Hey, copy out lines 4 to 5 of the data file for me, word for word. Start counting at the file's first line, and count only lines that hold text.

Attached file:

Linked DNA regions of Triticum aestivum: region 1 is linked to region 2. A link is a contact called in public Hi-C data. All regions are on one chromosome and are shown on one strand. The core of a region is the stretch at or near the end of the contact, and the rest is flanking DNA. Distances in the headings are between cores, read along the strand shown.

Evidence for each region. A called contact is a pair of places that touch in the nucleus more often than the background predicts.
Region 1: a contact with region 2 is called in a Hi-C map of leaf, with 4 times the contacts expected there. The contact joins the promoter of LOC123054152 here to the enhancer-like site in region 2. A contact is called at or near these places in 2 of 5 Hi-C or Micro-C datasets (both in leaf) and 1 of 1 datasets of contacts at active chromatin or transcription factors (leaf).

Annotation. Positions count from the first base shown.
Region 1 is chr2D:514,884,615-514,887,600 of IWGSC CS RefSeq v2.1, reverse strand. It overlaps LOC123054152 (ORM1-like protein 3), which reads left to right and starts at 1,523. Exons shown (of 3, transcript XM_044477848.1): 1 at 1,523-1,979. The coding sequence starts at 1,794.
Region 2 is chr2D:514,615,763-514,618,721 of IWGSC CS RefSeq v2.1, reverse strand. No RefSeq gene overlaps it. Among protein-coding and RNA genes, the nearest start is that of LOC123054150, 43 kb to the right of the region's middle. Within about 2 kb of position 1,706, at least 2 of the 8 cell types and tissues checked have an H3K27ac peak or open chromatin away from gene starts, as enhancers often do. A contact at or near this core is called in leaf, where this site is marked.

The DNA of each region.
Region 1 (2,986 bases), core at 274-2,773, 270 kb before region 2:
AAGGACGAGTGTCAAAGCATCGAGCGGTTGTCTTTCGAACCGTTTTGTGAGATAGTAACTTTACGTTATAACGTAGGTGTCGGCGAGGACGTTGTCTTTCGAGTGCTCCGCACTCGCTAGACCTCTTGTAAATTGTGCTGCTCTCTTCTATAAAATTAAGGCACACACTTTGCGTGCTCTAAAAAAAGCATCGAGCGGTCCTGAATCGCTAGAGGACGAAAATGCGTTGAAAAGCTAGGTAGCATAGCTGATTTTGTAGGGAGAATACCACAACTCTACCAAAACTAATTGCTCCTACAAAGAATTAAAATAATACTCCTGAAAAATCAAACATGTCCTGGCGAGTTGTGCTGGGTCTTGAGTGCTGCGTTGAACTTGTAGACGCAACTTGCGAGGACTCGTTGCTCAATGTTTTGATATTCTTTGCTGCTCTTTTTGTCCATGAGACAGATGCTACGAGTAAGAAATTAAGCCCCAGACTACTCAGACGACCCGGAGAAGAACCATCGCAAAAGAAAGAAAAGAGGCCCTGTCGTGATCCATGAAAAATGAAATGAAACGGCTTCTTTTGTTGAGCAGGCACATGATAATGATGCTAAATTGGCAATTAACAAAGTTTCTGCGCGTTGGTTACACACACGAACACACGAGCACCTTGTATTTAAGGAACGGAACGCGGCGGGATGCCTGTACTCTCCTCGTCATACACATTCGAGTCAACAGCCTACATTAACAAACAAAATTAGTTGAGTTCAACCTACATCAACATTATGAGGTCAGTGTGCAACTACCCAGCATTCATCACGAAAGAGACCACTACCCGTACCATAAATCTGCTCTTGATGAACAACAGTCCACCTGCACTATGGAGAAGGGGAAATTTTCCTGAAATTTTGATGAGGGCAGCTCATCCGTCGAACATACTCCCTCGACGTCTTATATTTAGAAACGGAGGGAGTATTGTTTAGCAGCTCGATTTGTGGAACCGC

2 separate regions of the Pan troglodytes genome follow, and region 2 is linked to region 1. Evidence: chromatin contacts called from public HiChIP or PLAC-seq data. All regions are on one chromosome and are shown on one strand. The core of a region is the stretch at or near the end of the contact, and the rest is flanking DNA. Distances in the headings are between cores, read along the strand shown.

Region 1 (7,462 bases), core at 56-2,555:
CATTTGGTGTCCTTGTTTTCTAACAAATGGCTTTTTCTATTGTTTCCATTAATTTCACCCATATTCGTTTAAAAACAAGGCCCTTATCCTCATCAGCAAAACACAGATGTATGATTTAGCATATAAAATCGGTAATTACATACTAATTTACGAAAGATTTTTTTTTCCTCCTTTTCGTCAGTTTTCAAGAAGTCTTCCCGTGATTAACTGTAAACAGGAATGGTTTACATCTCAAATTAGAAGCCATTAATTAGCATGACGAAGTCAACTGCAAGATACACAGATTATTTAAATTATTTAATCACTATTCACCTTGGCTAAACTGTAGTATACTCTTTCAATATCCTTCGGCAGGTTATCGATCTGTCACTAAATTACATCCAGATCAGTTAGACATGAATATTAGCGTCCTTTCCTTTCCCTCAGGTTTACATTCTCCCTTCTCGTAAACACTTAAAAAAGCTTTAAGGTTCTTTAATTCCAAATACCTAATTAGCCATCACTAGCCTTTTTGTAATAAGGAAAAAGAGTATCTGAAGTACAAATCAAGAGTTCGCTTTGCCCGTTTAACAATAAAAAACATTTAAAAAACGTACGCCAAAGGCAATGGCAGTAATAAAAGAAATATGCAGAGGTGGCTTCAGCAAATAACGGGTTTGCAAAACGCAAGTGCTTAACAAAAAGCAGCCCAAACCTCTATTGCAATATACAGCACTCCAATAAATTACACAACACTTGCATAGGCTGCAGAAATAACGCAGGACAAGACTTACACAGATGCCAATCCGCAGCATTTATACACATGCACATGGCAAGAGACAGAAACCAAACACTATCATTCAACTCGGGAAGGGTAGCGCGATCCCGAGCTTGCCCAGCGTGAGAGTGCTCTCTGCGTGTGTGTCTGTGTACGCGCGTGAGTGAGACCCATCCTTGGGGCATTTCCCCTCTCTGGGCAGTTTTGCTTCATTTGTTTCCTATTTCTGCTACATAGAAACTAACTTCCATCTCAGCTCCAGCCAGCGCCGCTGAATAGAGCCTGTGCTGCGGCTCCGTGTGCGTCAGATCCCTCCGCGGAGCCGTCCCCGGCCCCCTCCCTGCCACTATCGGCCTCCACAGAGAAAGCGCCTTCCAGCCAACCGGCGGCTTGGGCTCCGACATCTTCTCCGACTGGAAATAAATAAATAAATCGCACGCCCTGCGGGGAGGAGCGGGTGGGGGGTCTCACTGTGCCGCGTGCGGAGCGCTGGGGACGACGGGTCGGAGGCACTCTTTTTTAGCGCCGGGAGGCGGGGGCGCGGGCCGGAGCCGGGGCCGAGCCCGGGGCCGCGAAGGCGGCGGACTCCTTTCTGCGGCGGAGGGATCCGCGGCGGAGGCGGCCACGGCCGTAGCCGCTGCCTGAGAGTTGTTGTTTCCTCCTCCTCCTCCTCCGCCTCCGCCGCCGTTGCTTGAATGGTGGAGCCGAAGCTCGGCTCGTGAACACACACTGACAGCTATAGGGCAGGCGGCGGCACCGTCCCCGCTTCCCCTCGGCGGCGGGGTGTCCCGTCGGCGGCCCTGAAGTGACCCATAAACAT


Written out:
Annotation. Positions count from the first base shown.
Region 1 is chr2D:514,884,615-514,887,600 of IWGSC CS RefSeq v2.1, reverse strand. It overlaps LOC123054152 (ORM1-like protein 3), which reads left to right and starts at 1,523. Exons shown (of 3, transcript XM_044477848.1): 1 at 1,523-1,979. The coding sequence starts at 1,794.